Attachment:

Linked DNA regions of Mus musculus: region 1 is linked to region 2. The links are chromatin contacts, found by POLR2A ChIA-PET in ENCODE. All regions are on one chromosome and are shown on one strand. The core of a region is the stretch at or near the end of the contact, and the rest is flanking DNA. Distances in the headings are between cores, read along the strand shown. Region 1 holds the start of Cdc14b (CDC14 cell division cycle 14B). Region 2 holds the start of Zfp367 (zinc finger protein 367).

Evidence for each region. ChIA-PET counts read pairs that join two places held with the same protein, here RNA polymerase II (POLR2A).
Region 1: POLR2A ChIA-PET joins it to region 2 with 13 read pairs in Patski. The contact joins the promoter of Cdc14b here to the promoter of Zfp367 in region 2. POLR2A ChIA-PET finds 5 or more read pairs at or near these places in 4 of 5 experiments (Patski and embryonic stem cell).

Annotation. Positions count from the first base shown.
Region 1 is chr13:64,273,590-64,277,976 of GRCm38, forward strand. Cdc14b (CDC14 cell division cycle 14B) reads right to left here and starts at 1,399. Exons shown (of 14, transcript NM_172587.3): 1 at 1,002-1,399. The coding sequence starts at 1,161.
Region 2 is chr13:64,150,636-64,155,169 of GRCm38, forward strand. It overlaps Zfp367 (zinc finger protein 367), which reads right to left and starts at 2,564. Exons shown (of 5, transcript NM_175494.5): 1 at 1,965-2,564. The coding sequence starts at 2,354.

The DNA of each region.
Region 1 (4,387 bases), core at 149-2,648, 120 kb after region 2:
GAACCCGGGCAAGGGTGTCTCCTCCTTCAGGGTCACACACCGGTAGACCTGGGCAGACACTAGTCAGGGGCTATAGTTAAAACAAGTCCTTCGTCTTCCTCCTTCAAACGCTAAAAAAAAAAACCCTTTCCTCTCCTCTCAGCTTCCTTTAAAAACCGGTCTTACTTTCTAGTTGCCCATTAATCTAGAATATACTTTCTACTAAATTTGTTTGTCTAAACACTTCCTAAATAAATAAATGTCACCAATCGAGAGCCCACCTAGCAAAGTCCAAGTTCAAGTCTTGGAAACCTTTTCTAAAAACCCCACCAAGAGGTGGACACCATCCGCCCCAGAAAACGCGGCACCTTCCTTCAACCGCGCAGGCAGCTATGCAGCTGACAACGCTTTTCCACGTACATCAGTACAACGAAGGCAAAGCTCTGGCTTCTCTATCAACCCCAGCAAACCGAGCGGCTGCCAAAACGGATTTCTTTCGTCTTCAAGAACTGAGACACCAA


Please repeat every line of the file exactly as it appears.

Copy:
Linked DNA regions of Mus musculus: region 1 is linked to region 2. The links are chromatin contacts, found by POLR2A ChIA-PET in ENCODE. All regions are on one chromosome and are shown on one strand. The core of a region is the stretch at or near the end of the contact, and the rest is flanking DNA. Distances in the headings are between cores, read along the strand shown. Region 1 holds the start of Cdc14b (CDC14 cell division cycle 14B). Region 2 holds the start of Zfp367 (zinc finger protein 367).

Evidence for each region. ChIA-PET counts read pairs that join two places held with the same protein, here RNA polymerase II (POLR2A).
Region 1: POLR2A ChIA-PET joins it to region 2 with 13 read pairs in Patski. The contact joins the promoter of Cdc14b here to the promoter of Zfp367 in region 2. POLR2A ChIA-PET finds 5 or more read pairs at or near these places in 4 of 5 experiments (Patski and embryonic stem cell).

Annotation. Positions count from the first base shown.
Region 1 is chr13:64,273,590-64,277,976 of GRCm38, forward strand. Cdc14b (CDC14 cell division cycle 14B) reads right to left here and starts at 1,399. Exons shown (of 14, transcript NM_172587.3): 1 at 1,002-1,399. The coding sequence starts at 1,161.
Region 2 is chr13:64,150,636-64,155,169 of GRCm38, forward strand. It overlaps Zfp367 (zinc finger protein 367), which reads right to left and starts at 2,564. Exons shown (of 5, transcript NM_175494.5): 1 at 1,965-2,564. The coding sequence starts at 2,354.

The DNA of each region.
Region 1 (4,387 bases), core at 149-2,648, 120 kb after region 2:
GAACCCGGGCAAGGGTGTCTCCTCCTTCAGGGTCACACACCGGTAGACCTGGGCAGACACTAGTCAGGGGCTATAGTTAAAACAAGTCCTTCGTCTTCCTCCTTCAAACGCTAAAAAAAAAAACCCTTTCCTCTCCTCTCAGCTTCCTTTAAAAACCGGTCTTACTTTCTAGTTGCCCATTAATCTAGAATATACTTTCTACTAAATTTGTTTGTCTAAACACTTCCTAAATAAATAAATGTCACCAATCGAGAGCCCACCTAGCAAAGTCCAAGTTCAAGTCTTGGAAACCTTTTCTAAAAACCCCACCAAGAGGTGGACACCATCCGCCCCAGAAAACGCGGCACCTTCCTTCAACCGCGCAGGCAGCTATGCAGCTGACAACGCTTTTCCACGTACATCAGTACAACGAAGGCAAAGCTCTGGCTTCTCTATCAACCCCAGCAAACCGAGCGGCTGCCAAAACGGATTTCTTTCGTCTTCAAGAACTGAGACACCAA